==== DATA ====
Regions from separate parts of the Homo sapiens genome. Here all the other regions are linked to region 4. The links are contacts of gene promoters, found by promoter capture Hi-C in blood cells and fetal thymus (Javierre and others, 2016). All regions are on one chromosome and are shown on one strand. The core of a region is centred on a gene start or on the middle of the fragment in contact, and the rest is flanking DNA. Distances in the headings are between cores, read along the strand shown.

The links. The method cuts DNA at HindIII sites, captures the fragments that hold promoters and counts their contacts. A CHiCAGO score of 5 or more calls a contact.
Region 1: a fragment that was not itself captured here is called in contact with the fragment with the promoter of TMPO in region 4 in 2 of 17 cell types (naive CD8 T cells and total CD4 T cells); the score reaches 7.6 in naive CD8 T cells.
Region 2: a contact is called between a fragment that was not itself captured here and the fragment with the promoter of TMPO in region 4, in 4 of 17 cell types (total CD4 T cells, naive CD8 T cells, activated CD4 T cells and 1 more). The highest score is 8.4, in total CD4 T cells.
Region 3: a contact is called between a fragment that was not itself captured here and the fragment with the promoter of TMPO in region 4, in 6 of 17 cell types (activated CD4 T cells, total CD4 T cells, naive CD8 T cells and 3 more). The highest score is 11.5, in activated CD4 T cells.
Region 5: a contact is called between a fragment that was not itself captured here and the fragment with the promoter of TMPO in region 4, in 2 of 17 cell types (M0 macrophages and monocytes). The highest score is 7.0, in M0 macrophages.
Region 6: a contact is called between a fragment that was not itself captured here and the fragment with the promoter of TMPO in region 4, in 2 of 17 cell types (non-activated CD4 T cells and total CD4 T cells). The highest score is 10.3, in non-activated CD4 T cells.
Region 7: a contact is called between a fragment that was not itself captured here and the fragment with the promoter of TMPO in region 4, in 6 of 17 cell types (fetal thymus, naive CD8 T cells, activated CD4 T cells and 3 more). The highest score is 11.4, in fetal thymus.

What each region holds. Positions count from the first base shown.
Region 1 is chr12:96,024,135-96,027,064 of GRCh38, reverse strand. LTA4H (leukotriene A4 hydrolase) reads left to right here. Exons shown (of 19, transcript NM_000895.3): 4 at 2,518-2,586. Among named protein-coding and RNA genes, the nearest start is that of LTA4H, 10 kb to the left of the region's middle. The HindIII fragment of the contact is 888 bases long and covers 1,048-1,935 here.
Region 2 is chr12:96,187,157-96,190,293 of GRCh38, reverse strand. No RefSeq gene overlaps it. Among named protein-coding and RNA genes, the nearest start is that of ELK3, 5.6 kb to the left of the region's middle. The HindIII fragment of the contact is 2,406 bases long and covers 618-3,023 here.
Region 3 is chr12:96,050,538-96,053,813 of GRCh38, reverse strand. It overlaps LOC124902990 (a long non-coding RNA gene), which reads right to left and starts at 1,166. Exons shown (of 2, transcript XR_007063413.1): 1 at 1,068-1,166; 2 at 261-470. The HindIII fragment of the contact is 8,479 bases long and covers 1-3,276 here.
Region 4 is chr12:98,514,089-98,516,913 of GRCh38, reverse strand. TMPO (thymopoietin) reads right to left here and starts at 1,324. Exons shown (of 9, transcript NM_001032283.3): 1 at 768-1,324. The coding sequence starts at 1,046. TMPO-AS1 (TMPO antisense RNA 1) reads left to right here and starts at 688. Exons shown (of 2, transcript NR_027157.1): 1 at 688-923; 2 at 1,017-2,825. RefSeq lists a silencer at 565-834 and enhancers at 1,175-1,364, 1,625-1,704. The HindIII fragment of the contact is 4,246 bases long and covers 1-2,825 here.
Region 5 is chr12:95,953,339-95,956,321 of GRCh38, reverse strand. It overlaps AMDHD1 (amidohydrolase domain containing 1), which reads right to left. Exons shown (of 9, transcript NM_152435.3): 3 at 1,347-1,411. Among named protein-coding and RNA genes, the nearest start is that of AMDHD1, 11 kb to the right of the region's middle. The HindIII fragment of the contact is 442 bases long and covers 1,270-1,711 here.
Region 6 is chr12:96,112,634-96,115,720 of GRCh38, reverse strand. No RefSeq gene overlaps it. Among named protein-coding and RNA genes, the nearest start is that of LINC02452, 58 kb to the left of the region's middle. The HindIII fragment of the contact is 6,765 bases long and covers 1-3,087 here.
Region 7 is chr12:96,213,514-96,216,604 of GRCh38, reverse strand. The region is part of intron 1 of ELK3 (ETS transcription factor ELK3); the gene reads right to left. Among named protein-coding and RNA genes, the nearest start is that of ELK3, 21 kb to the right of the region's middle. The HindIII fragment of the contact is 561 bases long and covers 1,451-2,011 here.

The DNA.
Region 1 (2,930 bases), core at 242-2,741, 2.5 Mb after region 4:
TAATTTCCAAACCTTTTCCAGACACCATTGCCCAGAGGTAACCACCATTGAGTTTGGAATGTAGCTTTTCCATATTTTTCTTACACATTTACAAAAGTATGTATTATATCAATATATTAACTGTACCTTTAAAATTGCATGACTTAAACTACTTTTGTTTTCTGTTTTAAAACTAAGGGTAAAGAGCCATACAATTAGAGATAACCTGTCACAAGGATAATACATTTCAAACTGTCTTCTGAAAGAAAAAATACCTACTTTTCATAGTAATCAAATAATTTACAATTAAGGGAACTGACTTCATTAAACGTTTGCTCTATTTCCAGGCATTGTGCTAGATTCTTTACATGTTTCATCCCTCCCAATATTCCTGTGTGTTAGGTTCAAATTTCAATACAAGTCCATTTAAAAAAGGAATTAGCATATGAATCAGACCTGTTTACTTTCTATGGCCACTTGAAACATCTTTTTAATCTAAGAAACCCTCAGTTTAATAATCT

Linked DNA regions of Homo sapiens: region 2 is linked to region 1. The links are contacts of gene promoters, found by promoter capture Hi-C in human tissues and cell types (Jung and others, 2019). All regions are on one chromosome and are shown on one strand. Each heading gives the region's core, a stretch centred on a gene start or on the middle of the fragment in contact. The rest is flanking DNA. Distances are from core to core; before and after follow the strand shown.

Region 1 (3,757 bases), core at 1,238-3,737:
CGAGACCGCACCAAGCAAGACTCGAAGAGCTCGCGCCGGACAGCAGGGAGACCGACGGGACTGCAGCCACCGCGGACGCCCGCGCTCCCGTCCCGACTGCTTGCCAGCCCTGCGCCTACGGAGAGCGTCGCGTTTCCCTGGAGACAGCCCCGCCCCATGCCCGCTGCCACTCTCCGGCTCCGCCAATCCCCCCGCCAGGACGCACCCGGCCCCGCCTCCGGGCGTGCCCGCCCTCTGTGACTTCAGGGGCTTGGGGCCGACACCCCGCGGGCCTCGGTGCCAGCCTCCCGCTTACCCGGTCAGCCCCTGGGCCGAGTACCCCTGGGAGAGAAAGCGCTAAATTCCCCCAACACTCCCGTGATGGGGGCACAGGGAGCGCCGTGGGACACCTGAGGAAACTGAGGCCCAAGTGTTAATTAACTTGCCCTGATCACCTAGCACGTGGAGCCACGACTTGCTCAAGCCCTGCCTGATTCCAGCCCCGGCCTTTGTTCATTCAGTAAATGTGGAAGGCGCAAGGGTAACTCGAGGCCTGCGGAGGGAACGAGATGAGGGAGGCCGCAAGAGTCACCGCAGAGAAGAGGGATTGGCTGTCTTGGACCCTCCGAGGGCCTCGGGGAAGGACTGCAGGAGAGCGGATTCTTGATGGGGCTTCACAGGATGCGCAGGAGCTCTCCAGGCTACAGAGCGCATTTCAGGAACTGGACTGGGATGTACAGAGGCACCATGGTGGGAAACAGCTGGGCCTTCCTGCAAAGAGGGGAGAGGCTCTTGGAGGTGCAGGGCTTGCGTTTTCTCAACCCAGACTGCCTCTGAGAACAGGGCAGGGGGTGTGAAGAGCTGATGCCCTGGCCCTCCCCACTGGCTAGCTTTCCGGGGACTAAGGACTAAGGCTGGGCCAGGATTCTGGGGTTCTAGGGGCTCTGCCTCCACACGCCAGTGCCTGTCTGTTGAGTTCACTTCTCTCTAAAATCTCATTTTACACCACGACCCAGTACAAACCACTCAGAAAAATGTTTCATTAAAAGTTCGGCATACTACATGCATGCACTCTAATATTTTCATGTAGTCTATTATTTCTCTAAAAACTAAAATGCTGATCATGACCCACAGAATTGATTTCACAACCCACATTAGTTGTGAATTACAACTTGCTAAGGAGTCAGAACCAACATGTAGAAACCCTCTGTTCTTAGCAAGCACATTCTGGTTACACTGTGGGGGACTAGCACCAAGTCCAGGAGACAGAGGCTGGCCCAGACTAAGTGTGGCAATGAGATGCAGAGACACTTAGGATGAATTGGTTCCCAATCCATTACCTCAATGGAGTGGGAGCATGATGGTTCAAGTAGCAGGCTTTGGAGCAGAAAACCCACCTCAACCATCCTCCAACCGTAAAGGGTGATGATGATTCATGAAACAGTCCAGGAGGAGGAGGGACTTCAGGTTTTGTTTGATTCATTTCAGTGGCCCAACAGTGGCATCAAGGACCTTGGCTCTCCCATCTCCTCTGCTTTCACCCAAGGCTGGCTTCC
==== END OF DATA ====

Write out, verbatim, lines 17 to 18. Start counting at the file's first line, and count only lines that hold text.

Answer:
The DNA.
Region 1 (2,930 bases), core at 242-2,741, 2.5 Mb after region 4: